Ahmed admitted he’d miss watching the Chargers play. But he insists Somalia is home.
“I felt when I was in Somalia, I was at home,” Ahmed said. “I felt like I was at peace, I felt like I was reunited with my country and my people. I was very emotional leaving. I didn’t want to leave that quick.”
The mosque where Ahmed attends Friday Prayers sits one lot in from a busy street corner in City Heights. It’s an area locals call “Little Mogadishu” because of the Somali shops and restaurants clustered there.
The imam, the Somali cab drivers, the shop owners – they all seem to know Ahmed. If they don’t know him personally, they at least know he's “the boy building a school.”
“To me, I feel like I have the best of two worlds,” Ahmed said. “I have the Somali culture and I have the American culture. My parents worked very hard to keep my Somali heritage in place with me.”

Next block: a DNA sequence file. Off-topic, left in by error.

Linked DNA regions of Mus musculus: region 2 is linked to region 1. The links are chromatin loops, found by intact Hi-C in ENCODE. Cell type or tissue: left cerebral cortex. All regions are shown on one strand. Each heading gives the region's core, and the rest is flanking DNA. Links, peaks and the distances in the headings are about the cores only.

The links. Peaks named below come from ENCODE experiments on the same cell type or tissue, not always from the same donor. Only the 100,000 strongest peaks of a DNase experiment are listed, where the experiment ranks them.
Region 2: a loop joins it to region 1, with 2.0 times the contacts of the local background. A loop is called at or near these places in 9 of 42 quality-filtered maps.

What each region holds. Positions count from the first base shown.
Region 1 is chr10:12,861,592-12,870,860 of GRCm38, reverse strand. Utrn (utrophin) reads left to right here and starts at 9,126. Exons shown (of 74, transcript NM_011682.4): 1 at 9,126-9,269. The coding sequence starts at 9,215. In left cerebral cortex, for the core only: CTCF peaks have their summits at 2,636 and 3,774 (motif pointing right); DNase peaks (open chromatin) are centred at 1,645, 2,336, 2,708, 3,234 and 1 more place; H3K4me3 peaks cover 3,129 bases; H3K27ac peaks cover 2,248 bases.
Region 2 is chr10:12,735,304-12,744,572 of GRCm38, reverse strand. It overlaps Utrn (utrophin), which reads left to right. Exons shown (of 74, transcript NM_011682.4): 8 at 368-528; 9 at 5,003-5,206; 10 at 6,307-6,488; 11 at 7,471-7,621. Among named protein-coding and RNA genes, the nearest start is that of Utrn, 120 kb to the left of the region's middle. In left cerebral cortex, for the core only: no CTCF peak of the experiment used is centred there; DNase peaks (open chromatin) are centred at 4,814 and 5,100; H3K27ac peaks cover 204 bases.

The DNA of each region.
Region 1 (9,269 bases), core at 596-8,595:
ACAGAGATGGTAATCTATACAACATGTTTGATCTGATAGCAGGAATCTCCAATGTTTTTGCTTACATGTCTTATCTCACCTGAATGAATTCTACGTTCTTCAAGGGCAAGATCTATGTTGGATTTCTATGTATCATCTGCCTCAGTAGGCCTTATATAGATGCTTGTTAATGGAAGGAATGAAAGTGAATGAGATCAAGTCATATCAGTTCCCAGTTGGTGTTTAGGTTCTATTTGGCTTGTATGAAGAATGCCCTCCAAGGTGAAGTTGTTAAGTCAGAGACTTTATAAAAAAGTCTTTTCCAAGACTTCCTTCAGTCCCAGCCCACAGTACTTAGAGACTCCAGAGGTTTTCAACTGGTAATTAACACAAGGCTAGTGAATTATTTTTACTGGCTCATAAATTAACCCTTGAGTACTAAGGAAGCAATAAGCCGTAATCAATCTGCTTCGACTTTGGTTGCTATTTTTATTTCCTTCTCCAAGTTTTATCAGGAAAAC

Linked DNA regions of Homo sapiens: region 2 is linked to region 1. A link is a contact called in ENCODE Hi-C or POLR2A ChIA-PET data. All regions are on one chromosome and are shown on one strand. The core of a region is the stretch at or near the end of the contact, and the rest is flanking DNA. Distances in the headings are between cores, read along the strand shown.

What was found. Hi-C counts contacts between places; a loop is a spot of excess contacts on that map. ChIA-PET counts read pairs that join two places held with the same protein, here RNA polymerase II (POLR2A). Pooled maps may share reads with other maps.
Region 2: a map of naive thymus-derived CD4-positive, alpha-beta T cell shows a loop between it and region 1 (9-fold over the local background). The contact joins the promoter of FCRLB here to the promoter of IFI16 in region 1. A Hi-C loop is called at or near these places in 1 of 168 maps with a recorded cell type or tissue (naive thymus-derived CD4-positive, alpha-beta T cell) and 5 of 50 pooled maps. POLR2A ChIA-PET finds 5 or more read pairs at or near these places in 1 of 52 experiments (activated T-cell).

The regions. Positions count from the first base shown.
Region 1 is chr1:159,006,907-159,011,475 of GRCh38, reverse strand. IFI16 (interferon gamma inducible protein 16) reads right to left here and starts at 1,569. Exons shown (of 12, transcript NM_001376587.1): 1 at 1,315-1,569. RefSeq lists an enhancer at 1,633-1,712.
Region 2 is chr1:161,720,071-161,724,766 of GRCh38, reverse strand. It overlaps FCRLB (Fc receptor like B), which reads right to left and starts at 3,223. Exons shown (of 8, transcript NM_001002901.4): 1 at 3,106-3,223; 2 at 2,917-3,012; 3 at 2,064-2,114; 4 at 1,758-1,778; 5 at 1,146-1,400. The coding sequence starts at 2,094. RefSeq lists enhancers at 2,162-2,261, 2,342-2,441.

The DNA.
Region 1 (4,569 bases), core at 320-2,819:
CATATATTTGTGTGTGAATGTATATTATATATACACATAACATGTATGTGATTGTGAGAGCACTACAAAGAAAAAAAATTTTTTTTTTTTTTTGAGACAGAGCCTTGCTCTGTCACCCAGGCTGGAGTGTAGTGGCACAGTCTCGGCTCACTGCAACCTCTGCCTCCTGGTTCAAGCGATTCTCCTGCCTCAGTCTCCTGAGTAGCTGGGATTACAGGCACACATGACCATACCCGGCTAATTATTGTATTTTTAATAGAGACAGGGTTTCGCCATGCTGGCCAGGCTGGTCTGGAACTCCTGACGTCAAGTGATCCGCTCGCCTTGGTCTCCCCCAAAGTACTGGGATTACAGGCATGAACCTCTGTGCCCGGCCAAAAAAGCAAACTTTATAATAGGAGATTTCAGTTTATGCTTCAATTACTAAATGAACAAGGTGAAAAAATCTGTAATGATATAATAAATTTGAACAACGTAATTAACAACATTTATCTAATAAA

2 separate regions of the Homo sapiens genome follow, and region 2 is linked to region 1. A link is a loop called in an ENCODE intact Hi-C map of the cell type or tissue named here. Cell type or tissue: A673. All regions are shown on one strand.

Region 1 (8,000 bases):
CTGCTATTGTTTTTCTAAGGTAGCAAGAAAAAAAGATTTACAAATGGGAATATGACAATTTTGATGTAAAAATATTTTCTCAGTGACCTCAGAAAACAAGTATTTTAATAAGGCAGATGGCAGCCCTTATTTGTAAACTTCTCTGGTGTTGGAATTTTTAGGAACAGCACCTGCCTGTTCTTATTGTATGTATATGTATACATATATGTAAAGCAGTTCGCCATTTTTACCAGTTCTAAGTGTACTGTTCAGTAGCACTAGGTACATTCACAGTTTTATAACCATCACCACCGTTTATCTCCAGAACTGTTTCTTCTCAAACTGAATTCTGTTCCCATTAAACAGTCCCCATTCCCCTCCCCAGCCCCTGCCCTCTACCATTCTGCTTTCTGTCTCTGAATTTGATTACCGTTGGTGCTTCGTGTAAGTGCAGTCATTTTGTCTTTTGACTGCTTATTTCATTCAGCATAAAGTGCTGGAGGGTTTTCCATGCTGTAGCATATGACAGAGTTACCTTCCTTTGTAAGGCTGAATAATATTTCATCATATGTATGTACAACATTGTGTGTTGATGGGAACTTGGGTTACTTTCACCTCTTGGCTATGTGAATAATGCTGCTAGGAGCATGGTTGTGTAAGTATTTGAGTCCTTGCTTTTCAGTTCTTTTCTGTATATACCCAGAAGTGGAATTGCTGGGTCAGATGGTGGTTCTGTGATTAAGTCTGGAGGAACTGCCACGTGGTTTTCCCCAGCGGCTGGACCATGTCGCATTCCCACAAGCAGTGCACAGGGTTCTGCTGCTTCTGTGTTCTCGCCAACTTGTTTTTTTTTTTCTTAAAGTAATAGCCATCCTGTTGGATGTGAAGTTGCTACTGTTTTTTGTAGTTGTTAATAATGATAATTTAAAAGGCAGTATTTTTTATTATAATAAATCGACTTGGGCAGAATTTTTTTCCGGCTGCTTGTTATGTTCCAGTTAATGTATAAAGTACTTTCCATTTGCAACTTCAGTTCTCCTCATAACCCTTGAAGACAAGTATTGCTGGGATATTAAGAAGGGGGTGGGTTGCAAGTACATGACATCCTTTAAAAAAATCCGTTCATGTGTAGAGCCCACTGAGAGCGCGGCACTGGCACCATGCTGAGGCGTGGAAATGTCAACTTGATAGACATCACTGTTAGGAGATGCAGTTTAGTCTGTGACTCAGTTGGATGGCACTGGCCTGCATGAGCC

And Ahmed said that blended upbringing has prepared him for a future in a changing Somalia.
“This American culture gave me the ability to live alongside people from different walks of life,” Ahmed said.
I asked Abraham whether he plans to one day work in his family’s homeland.
“Yes, definitely,” Abraham said.
But if a growing group of young East Africans do return to the Horn of Africa, it may have less to do with a president's plea and more to do with that personal desire to make an impact on the world so many find in college.
"My major is actually in criminal justice and originally when I went into that field I wanted to do something with law enforcement," Abraham said. "But since I started C.U.R.E. Africa, my focus has kind of shifted a little bit. And I think I found what I really want to do in my heart and it’s doing humanitarian work.”